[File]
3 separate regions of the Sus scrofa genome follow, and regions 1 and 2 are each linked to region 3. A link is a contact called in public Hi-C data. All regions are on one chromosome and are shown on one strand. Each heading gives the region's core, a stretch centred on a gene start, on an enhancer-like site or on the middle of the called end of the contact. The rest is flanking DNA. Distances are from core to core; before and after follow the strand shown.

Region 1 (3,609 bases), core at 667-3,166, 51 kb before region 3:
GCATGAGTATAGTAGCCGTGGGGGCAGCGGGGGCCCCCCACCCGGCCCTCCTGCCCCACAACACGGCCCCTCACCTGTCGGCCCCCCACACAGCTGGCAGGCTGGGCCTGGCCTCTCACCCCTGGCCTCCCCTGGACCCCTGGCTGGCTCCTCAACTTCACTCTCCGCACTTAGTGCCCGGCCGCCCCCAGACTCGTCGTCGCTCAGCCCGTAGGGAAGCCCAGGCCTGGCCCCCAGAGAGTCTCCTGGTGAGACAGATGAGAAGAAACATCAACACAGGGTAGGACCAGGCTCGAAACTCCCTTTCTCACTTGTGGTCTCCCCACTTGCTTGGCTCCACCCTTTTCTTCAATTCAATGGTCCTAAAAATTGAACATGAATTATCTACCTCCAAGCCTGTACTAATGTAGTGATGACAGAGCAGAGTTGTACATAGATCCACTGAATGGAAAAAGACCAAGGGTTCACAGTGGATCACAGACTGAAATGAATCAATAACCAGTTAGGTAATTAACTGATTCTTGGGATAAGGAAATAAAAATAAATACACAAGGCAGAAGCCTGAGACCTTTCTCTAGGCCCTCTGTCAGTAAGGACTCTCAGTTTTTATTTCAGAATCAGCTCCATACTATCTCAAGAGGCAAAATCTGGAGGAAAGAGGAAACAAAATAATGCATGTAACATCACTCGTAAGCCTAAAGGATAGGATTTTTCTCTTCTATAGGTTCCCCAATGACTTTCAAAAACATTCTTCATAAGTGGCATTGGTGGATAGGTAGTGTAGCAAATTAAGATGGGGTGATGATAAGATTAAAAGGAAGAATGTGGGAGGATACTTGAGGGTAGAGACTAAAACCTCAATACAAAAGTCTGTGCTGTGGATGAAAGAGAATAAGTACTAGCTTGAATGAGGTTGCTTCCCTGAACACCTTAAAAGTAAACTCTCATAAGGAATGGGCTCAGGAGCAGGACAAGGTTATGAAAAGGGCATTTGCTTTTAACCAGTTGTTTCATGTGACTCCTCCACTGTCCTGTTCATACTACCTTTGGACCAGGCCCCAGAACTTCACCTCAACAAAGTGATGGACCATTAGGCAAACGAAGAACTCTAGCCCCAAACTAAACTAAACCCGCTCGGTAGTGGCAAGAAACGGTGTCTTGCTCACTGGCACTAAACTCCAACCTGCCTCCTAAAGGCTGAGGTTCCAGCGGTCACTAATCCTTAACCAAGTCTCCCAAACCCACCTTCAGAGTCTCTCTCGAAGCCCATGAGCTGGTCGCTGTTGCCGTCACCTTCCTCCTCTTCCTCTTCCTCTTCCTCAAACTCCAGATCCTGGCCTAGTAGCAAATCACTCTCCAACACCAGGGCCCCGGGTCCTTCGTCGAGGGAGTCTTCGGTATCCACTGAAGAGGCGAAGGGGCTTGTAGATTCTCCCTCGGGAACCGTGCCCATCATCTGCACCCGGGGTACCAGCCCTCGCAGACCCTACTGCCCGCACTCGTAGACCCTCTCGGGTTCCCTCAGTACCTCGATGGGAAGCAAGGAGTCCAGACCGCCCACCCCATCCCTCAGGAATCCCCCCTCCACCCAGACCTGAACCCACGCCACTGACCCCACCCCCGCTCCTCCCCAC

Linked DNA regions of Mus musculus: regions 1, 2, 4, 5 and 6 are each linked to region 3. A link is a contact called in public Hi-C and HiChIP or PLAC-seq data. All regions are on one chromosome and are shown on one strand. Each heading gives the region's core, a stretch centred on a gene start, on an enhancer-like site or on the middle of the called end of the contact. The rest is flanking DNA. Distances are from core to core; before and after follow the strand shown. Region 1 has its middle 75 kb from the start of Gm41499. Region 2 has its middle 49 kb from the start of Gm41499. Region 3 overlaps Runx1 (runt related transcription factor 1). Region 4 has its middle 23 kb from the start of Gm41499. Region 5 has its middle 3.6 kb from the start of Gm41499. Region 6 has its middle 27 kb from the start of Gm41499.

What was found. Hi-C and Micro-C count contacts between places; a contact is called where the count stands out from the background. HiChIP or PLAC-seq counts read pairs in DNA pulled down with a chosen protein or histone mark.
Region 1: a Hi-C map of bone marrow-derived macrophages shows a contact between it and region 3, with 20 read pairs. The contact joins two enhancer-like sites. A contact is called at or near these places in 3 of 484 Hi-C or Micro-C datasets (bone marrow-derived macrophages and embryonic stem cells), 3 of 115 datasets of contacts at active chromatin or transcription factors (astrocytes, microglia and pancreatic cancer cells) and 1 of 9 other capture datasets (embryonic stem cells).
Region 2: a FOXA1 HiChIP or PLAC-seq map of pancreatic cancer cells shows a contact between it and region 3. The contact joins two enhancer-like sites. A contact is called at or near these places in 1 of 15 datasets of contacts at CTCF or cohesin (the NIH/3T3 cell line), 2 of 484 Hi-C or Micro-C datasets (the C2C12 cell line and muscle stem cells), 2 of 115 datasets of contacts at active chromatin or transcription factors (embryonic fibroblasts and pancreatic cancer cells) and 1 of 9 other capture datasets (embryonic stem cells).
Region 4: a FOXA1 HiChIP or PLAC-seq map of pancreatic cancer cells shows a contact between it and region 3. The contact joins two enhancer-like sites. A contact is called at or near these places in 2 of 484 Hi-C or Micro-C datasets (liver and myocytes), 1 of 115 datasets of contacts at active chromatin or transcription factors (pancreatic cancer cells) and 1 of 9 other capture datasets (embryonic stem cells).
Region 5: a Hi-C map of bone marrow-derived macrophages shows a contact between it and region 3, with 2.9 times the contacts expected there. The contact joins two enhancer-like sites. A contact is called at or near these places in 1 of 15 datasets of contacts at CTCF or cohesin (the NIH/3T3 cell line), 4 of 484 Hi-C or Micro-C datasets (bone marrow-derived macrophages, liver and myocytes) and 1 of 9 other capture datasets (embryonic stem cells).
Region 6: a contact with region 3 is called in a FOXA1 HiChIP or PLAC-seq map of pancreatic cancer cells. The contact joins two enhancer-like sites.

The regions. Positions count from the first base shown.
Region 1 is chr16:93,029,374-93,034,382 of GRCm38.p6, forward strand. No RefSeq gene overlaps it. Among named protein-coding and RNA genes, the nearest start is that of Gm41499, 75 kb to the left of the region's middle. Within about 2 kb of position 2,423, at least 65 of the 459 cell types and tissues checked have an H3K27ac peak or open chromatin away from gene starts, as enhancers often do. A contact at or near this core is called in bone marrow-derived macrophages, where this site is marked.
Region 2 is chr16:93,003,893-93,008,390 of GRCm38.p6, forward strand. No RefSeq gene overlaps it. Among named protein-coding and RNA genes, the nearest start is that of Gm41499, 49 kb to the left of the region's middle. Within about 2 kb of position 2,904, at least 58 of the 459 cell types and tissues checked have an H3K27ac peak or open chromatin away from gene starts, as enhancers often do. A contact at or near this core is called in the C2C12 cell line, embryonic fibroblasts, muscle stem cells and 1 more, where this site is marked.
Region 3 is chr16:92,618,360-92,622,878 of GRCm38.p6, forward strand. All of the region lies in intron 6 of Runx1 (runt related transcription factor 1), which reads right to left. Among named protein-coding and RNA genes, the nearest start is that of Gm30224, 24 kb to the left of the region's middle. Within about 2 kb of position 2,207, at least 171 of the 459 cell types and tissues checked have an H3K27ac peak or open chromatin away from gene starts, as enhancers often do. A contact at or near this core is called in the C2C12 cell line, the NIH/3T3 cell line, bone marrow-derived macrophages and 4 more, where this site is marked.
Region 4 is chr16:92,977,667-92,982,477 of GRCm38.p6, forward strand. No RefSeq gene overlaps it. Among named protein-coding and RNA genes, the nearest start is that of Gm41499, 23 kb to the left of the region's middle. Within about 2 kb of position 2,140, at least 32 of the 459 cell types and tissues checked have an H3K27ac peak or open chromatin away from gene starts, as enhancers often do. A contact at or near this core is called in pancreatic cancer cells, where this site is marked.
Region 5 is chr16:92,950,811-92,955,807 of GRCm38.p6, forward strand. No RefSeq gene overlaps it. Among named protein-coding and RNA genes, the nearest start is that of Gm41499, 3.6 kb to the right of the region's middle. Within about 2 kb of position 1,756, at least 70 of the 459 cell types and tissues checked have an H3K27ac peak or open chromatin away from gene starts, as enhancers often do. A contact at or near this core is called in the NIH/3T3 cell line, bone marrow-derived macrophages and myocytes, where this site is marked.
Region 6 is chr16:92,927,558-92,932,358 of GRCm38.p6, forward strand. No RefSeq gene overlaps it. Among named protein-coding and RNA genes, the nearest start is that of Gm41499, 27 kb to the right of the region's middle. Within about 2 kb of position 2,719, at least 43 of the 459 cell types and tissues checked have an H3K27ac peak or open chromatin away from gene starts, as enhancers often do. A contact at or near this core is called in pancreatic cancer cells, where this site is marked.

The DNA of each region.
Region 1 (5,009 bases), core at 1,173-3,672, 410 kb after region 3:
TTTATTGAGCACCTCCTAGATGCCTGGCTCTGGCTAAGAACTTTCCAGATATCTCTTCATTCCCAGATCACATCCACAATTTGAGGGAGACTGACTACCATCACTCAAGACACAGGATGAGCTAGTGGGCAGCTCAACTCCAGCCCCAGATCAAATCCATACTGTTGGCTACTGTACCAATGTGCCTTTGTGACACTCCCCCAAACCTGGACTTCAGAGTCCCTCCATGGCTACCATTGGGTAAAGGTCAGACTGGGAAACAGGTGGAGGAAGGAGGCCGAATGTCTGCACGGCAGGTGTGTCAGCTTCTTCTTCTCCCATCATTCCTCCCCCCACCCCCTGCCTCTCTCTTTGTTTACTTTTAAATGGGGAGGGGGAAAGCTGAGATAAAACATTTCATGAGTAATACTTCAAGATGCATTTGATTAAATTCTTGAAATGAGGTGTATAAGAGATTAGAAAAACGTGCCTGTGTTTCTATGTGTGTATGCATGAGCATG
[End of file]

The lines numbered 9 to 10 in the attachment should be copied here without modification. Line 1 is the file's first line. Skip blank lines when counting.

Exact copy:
Region 5: a Hi-C map of bone marrow-derived macrophages shows a contact between it and region 3, with 2.9 times the contacts expected there. The contact joins two enhancer-like sites. A contact is called at or near these places in 1 of 15 datasets of contacts at CTCF or cohesin (the NIH/3T3 cell line), 4 of 484 Hi-C or Micro-C datasets (bone marrow-derived macrophages, liver and myocytes) and 1 of 9 other capture datasets (embryonic stem cells).
Region 6: a contact with region 3 is called in a FOXA1 HiChIP or PLAC-seq map of pancreatic cancer cells. The contact joins two enhancer-like sites.